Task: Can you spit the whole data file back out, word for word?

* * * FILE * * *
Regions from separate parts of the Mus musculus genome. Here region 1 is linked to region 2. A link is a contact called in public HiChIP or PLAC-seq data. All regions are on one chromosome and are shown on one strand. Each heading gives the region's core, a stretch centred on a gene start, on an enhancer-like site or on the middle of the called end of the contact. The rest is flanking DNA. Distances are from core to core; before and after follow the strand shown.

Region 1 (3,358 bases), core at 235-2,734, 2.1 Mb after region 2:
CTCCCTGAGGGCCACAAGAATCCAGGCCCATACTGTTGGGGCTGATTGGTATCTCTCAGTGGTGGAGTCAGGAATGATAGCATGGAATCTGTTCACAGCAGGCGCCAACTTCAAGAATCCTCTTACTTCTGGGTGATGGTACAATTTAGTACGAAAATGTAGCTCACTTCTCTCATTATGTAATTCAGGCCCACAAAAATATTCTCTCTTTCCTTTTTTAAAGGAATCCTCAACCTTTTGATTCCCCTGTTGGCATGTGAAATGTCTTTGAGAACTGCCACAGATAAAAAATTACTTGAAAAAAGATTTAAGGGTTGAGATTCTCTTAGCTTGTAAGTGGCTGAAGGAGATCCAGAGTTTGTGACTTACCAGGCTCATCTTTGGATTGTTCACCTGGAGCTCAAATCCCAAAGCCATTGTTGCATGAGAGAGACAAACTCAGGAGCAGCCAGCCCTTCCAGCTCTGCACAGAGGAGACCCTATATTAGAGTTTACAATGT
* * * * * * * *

Regions from separate parts of the Mus musculus genome. Here region 1 is linked to region 2. A link is a contact called in public HiChIP or PLAC-seq data. All regions are on one chromosome and are shown on one strand. Each heading gives the region's core, a stretch centred on a gene start, on an enhancer-like site or on the middle of the called end of the contact. The rest is flanking DNA. Distances are from core to core; before and after follow the strand shown.

Region 1 (3,358 bases), core at 235-2,734, 2.1 Mb after region 2:
CTCCCTGAGGGCCACAAGAATCCAGGCCCATACTGTTGGGGCTGATTGGTATCTCTCAGTGGTGGAGTCAGGAATGATAGCATGGAATCTGTTCACAGCAGGCGCCAACTTCAAGAATCCTCTTACTTCTGGGTGATGGTACAATTTAGTACGAAAATGTAGCTCACTTCTCTCATTATGTAATTCAGGCCCACAAAAATATTCTCTCTTTCCTTTTTTAAAGGAATCCTCAACCTTTTGATTCCCCTGTTGGCATGTGAAATGTCTTTGAGAACTGCCACAGATAAAAAATTACTTGAAAAAAGATTTAAGGGTTGAGATTCTCTTAGCTTGTAAGTGGCTGAAGGAGATCCAGAGTTTGTGACTTACCAGGCTCATCTTTGGATTGTTCACCTGGAGCTCAAATCCCAAAGCCATTGTTGCATGAGAGAGACAAACTCAGGAGCAGCCAGCCCTTCCAGCTCTGCACAGAGGAGACCCTATATTAGAGTTTACAATGT